A bang-up job

Sturgeon spectators and drivers alike enjoy the crunching and crashing
the demolition derby can bring.
Monday, July 4, 2005 | 12:00 a.m. CDT; updated 3:02 a.m. CDT, Monday, July 21, 2008

Past the pasture-turned parking lot, just inside the gated entrance, a crowd of 20 spectators mills near a concession stand that sells funnel cakes and beer in half-gallon plastic jugs.

Behind the wooden bleachers, three boys wrestle one another for a place in line for the portable toilet. In the pit, a bandana–clad driver with a long blond goatee hunches under the hood of his car, making last-minute adjustments to a vehicle that soon could be headed to the scrap heap.

The cheering and the jeering start before the national anthem is over.

“Why don’t you learn to sing?” someone in the crowd yells.

“Why don’t you shut up? That’s my baby singing,” someone else replies. On this Saturday night in Sturgeon, it’s survival of the fittest. The demolition derby is about to begin.

Over the course of several hours, a body-crunching process of elimination determines which among the dozens of cars will be the sole survivor.

Between heats, front-end loaders clear the field of scrap metal while country songs, such as “She Thinks My Tractor’s Sexy” and “What the World Needs Is a Few More Rednecks,” play over the crackling loudspeaker.

Midway through the final round, a fight in the stands temporarily stops the action. Paramedics and firefighters tend to the injured while stories and pantomimes of what happened ripple through the crowd.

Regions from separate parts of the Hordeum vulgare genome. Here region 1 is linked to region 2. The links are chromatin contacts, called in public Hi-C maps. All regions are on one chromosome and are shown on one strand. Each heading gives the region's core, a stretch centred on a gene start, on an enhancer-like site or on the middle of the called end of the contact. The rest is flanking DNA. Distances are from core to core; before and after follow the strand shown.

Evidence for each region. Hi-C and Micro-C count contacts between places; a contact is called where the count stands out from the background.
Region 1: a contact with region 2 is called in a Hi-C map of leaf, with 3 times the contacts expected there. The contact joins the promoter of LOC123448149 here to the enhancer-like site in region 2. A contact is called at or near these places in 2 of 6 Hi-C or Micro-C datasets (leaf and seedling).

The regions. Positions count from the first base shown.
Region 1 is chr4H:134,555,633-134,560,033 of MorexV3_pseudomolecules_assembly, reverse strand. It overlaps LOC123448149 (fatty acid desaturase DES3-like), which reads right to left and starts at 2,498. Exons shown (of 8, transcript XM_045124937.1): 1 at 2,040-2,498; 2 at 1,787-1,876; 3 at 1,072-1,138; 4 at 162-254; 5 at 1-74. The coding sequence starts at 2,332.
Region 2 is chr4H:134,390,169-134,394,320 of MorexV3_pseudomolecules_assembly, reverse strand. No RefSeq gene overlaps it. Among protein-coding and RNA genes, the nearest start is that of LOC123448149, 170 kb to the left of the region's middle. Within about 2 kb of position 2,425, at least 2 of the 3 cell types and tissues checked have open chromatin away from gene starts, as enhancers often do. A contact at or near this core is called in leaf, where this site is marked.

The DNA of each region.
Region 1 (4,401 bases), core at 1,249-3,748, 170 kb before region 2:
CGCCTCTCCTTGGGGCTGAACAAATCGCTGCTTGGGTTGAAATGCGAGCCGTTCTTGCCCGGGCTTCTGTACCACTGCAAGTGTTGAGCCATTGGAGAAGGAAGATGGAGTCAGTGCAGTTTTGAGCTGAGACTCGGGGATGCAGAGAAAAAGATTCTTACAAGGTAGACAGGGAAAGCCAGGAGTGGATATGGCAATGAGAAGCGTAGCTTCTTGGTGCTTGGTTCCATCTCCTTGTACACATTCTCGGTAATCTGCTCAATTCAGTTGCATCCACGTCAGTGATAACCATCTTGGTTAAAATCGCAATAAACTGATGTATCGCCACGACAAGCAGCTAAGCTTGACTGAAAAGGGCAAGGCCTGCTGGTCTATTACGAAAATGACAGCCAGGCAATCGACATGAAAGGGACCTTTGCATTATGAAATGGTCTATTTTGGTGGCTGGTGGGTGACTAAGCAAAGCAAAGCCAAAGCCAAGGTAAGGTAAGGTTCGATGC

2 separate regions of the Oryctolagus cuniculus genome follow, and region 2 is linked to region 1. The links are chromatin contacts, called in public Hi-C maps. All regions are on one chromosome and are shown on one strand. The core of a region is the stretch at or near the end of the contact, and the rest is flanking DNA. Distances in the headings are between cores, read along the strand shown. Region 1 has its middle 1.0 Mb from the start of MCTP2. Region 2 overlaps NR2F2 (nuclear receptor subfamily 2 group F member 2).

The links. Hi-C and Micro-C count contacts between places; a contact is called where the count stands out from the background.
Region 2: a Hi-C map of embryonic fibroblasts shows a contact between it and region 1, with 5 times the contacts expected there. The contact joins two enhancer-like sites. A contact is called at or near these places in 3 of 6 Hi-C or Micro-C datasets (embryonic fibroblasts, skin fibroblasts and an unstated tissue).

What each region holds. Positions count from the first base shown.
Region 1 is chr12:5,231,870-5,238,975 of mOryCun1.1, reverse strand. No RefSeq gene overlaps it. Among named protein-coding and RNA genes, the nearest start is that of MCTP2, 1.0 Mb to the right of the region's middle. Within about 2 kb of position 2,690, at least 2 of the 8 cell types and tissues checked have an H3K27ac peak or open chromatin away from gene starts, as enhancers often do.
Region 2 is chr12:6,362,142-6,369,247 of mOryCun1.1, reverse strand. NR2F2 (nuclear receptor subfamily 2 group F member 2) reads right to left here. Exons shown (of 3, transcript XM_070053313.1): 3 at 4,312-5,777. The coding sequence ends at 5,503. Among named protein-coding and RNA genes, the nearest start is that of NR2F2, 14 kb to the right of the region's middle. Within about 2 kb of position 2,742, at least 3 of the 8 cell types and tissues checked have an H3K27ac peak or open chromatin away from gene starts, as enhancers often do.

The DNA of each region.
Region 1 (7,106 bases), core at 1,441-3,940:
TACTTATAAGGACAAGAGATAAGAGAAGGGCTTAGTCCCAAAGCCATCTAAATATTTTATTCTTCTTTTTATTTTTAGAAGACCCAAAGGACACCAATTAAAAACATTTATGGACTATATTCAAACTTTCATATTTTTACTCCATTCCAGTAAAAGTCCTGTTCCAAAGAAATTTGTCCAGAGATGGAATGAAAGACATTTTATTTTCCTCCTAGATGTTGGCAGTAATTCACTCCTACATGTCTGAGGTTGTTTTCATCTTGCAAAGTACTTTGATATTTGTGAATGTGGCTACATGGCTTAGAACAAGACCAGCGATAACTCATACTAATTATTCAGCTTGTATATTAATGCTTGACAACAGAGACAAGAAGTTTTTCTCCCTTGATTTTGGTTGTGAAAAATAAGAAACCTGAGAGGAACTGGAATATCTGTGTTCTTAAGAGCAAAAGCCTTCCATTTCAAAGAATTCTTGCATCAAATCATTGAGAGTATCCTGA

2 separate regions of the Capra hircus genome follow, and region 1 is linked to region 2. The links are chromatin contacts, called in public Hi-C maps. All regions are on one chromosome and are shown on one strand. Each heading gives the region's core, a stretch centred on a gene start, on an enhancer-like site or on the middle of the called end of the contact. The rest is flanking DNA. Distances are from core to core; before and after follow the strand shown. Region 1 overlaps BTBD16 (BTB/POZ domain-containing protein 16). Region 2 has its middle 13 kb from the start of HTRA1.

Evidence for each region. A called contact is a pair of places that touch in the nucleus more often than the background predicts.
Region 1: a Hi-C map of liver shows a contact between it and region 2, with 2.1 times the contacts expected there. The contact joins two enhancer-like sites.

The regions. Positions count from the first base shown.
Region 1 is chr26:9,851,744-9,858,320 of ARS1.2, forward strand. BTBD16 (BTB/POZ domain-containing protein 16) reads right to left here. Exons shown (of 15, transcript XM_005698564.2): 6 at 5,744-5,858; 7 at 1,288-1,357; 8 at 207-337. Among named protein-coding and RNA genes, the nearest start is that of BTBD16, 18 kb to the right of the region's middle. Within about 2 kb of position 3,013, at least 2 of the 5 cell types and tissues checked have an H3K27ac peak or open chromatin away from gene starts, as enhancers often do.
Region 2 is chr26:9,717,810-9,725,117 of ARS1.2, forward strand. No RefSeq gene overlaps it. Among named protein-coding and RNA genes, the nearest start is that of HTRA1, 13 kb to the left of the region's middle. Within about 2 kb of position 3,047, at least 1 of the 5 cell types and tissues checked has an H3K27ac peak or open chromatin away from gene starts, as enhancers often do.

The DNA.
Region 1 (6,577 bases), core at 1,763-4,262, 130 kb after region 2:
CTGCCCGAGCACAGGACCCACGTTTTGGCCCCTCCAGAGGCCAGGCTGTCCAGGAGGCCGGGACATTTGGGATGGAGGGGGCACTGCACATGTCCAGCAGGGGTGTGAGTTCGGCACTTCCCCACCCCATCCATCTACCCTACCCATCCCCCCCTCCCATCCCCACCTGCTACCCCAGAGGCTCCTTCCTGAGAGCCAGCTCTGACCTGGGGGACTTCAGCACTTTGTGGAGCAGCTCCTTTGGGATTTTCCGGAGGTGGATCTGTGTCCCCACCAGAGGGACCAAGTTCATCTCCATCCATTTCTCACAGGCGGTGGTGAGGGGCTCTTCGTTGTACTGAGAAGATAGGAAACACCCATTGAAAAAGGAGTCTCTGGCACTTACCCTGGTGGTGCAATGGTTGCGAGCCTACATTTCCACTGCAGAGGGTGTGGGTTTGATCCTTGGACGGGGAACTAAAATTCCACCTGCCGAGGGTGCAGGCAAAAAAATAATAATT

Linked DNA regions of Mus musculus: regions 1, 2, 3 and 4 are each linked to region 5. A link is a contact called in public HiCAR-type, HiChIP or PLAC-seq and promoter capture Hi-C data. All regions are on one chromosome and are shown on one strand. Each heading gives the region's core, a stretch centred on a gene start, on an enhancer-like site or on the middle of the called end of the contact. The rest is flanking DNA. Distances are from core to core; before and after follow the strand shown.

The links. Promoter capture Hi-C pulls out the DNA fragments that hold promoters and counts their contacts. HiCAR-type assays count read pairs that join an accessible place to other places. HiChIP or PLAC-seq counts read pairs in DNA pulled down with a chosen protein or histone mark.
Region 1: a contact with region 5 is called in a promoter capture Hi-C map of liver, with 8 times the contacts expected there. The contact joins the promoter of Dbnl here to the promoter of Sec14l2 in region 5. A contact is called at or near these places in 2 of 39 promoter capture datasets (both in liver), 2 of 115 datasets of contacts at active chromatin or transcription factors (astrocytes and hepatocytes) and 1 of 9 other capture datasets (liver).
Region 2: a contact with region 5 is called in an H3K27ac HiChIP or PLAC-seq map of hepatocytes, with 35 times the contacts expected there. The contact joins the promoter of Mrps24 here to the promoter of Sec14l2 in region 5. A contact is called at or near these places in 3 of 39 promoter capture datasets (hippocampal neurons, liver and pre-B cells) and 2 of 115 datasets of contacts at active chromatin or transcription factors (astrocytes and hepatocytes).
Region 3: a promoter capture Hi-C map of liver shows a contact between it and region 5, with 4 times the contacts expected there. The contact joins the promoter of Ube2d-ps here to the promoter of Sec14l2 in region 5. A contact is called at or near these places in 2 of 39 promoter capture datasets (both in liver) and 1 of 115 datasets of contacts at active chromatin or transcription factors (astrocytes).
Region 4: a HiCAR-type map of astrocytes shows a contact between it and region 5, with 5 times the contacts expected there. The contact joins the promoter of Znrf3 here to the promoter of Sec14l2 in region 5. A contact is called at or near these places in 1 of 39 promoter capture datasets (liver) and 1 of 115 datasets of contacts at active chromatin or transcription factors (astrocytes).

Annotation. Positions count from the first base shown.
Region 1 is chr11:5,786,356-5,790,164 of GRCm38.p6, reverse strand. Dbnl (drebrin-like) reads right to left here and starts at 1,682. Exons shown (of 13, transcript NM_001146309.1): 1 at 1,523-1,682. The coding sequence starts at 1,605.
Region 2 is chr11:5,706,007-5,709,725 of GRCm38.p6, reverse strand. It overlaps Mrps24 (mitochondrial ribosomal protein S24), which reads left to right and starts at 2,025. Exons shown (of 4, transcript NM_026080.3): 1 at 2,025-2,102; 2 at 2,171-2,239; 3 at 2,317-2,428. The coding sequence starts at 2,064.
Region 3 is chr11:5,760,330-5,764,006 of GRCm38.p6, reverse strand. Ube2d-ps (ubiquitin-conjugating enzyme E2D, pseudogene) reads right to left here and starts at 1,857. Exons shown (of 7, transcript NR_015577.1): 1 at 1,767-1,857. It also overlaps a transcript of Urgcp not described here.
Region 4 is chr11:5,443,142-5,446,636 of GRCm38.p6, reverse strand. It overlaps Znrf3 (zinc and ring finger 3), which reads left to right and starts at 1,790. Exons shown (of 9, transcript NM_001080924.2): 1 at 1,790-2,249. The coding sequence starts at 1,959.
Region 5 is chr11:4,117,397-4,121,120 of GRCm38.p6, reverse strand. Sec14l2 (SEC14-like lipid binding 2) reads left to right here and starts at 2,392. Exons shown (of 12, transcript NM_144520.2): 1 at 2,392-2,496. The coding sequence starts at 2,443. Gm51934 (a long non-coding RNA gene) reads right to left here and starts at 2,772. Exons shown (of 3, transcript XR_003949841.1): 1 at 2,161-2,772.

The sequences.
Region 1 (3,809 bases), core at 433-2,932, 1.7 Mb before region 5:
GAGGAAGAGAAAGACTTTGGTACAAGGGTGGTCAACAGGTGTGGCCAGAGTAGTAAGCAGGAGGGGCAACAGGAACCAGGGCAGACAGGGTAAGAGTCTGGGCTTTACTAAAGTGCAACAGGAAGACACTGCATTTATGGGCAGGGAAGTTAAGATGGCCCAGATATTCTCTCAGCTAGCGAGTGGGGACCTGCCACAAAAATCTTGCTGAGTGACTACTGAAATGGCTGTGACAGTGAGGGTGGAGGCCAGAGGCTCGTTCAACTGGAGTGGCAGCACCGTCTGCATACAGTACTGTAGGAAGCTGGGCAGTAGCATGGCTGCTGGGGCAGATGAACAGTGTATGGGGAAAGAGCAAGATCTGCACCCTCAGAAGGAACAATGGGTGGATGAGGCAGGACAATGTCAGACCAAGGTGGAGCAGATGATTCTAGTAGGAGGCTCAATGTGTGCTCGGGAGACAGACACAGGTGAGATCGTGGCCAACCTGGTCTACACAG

A five-car collision leaves vehicles dented and smoking.

Back on the track, one by one, drivers throw down their checkered flags, signaling their cars are too battered to run. When a car can’t run, a driver’s night is done.

It’s long past sunset when Frank Johns Jr. is the only driver still running. He climbs out through the car window, Dukes of Hazzard style, tears off his shirt and helmet and pumps his fists in the air, victorious.

It’s $700 of first-place cash in his pocket, another plaque on his wall, but most important, the pride in chalking up another win in a career that spans 30 years.

At the far end of the bleachers, in a mash of lawn chairs, blankets and strollers, about a dozen of Johns’ relatives are gathered where they watched the event.

Ruth Johns, Frank Jr.’s wife, also had a son, a brother-in-law and five nephews driving in the derby.

She points out that even for winners, derby driving is a losing game. Winning purses typically are $400 to $800. She estimates her husband spends about $2, 000 before each race getting his car ready.

“The most Frank Jr. ever won is $1,800, so even winning you don’t break even,” she says.

Despite the cost, Ruth sees Frank’s hobby as a worthwhile investment.

“He could be doing worse things, like drinking and doing drugs, but he don’t do neither,” Ruth says. “I’d rather have him wrecking a car.”

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